Interview: China's Xiaomi hopes for revolution in
By Melanie Lee
SHANGHAI (Reuters) - Chinese handset maker Xiaomi Technology is looking to raise more funds within the next year or two to boost production and sees revenue in the future coming from software applications rather than handset sales, the firm's president told Reuters on Monday.
Xiaomi, whose name literally means millet but refers to a revolutionary idiom from the early days of the Chinese Communist Party, was founded in 2010 with a focus on becoming a mobile Internet company.
The firm's first handset, called MiOne, was released in October to popular and critical acclaim, its draw being that it boasts high-end technical specifications, such as a dual-core processor and an eight mega-pixel camera, at an affordable price of 1,999 yuan ($320) -- less than half that of similar models from Apple Inc and Samsung Electronics.
Xiaomi racked up more than 300,000 orders for the phone in less than two days at its launch, and it is now perpetually back-ordered, pointing to the need to expand production capacity.
"Manufacturing a phone is very capital intensive; it requires a large flow of capital," Lin Bin, president of Xiaomi, said in an interview.
"Within the next one to two years, we will have to select a time frame to raise and find suitable financing," Lin said.
Xiaomi has raised $131 million in financing so far, including a B-round investment of $90 million done late last year that valued the firm at $1 billion.
Xiaomi's chief executive Lei Jun told local media that his firm was targeting 5 billion yuan ($793.9 million) in revenue this year on 2 million handsets sold.
"I think that is a very conservative number," Lin said of that sales target.
FOCUS ON USERS, NOT PROFITS
The low price of the smartphone is due to Xiaomi selling the MiOne directly to customers via its website, thereby cutting down on distribution costs, Lin said.
"We are really not looking to make a lot of profit on the handset itself," Lin added.
Lin was formerly the vice president of Google Inc's China Engineering Research Institute and he also previously worked at Microsoft Inc. The plan is for Xiaomi to monetize its software and applications in the future, he said.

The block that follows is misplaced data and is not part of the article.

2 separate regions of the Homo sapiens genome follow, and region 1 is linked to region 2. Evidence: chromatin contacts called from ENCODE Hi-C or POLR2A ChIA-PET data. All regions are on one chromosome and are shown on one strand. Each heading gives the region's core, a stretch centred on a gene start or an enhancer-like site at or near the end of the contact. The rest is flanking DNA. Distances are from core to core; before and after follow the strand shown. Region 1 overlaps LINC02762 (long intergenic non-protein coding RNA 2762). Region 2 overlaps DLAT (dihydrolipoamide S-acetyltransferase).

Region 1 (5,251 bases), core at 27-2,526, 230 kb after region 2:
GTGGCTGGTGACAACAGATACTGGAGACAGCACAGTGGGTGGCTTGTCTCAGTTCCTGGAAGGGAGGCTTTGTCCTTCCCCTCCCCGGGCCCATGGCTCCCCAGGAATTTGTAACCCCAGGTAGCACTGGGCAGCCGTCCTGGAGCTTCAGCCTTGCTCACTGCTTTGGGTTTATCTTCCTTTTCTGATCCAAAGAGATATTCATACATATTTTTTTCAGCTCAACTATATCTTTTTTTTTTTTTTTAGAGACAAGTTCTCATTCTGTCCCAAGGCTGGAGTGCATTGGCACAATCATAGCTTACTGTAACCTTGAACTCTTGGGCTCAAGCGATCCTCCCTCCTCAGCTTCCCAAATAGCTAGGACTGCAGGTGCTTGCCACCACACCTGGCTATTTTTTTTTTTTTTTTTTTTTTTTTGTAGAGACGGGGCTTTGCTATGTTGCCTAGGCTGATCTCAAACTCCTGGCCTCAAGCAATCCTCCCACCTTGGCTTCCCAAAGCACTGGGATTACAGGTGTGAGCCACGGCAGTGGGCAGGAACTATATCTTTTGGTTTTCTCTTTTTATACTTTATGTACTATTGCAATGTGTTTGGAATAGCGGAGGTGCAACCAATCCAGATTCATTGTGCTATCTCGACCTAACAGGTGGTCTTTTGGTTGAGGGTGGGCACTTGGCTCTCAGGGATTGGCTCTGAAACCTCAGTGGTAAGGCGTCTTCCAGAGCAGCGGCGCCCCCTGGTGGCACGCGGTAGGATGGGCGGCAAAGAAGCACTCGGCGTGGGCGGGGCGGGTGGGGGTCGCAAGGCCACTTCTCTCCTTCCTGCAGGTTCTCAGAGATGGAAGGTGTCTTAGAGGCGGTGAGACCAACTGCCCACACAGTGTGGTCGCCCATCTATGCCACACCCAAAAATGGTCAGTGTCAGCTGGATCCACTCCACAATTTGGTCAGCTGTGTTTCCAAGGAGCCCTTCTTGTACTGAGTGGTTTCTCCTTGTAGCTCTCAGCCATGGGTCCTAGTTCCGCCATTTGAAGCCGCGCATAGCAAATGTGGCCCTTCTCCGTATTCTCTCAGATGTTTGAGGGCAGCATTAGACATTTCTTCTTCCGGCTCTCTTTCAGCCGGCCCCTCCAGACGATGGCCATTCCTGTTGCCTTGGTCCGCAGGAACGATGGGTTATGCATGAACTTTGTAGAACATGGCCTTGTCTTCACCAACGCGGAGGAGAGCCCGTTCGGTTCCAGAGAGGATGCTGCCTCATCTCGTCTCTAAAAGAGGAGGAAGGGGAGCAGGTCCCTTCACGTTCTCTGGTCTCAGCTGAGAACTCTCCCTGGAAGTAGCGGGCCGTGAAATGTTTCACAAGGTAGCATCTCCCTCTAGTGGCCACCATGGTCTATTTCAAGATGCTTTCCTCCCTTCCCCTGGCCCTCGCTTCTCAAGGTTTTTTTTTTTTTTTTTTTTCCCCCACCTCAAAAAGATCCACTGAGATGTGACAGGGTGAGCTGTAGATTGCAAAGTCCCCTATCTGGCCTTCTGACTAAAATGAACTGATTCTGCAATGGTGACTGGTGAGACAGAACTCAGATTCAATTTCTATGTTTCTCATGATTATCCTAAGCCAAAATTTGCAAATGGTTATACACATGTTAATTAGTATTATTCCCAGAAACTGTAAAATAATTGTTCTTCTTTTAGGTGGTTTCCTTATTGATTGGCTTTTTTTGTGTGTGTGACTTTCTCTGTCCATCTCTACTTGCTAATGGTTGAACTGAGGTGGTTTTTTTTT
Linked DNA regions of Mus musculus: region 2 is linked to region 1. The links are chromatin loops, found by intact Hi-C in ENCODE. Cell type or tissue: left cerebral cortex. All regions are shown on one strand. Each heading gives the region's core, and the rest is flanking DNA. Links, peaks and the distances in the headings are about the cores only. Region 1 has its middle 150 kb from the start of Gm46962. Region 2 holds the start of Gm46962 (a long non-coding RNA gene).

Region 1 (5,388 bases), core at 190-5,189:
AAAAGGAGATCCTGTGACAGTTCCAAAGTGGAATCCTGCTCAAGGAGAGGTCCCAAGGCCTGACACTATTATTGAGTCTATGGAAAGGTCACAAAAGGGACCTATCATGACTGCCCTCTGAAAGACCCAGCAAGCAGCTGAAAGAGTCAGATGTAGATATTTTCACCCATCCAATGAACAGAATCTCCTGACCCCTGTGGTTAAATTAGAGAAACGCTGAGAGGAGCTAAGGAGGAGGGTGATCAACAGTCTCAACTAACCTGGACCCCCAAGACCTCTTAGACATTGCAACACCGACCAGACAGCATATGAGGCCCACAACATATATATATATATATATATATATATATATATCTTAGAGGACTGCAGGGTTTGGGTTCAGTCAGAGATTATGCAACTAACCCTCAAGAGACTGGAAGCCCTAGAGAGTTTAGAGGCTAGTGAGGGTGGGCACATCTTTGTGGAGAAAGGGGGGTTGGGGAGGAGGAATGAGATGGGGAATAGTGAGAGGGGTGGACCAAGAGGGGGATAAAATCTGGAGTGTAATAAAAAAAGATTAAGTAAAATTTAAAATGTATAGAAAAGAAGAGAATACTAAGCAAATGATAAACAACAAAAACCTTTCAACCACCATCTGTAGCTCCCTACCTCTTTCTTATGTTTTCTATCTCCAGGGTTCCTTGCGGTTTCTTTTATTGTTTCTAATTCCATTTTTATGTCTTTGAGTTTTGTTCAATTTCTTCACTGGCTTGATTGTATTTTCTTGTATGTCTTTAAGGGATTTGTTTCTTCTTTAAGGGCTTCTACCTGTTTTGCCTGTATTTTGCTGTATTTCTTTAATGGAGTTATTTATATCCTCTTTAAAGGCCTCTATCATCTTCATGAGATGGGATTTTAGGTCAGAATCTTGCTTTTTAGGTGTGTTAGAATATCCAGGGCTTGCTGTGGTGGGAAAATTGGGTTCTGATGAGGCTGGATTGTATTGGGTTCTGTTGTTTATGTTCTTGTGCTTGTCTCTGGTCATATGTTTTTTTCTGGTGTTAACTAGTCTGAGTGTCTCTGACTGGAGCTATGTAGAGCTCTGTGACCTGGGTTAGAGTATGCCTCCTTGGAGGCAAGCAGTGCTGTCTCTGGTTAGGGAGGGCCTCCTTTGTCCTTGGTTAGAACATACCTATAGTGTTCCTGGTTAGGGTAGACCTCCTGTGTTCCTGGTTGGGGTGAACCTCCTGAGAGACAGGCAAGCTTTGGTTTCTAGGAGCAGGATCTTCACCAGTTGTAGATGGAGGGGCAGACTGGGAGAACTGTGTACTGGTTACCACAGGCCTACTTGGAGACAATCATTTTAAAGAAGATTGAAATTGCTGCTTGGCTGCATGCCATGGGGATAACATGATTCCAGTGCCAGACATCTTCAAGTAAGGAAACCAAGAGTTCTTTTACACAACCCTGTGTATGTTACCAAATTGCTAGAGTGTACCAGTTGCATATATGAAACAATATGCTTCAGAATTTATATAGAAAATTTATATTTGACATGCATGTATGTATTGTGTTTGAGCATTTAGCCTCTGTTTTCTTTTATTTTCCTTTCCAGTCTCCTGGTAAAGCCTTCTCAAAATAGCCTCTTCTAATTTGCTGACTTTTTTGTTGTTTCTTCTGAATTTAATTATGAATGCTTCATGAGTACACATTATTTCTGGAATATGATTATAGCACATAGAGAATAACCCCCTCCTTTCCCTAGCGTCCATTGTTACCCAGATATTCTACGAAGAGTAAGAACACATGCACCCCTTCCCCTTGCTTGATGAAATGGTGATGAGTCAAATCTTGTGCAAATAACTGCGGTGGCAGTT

Beijing-based Xiaomi is looking to push out a new phone once every 9-12 months and will seek to break even on each handset.
"As an early stage start-up, our shareholders do not expect us to turn profitable any time soon. Our key focus right now is to continue to polish this product and make it great and continue to improve the performance of our software," Lin said.
Lin declined to comment on rumors in the market about Xiaomi's second-generation smartphone.
Xiaomi's MiOne phone runs the firm's self-developed mobile operating system, MIUI, which allows users to personalize many aspects of the phone, Lin said.
China, the world's largest mobile phone market, is highly competitive for handset makers.
With the number of mobile subscribers set to top 1 billion in China this year, there is cut-throat competition among Samsung, Apple, Taiwan's HTC Corp and local firms Huawei Technologies Co Ltd and ZTE Corp.
Underscoring that pressure, HTC launched a new series of smartphone models touting advanced cameras and music functions at the Barcelona Mobile World Congress on Sunday.
Low-priced smartphones, such as those provided by ZTE, Huawei and Xiaomi, have eaten into Apple's share of the market. In the last quarter, Samsung came out on top, with 24.3 percent of China's smartphone market, more than three times Apple's share, data from research firm Gartner showed.
Lin said the key to competing with the likes of Apple and Samsung would be to push out high-quality devices with good technical specifications, at affordable prices.
"It's about revolution and being able to bring innovation into a new area. Having this business innovation may revolutionize the handset industry," Lin said of Xiaomi's name, based on a Chinese idiom that calls on fighters to have millet and a rifle on hand to be ready to fight.
($1 = 6.2978 Chinese yuan)
(Additional reporting by David Lin; Editing by Jason Subler)
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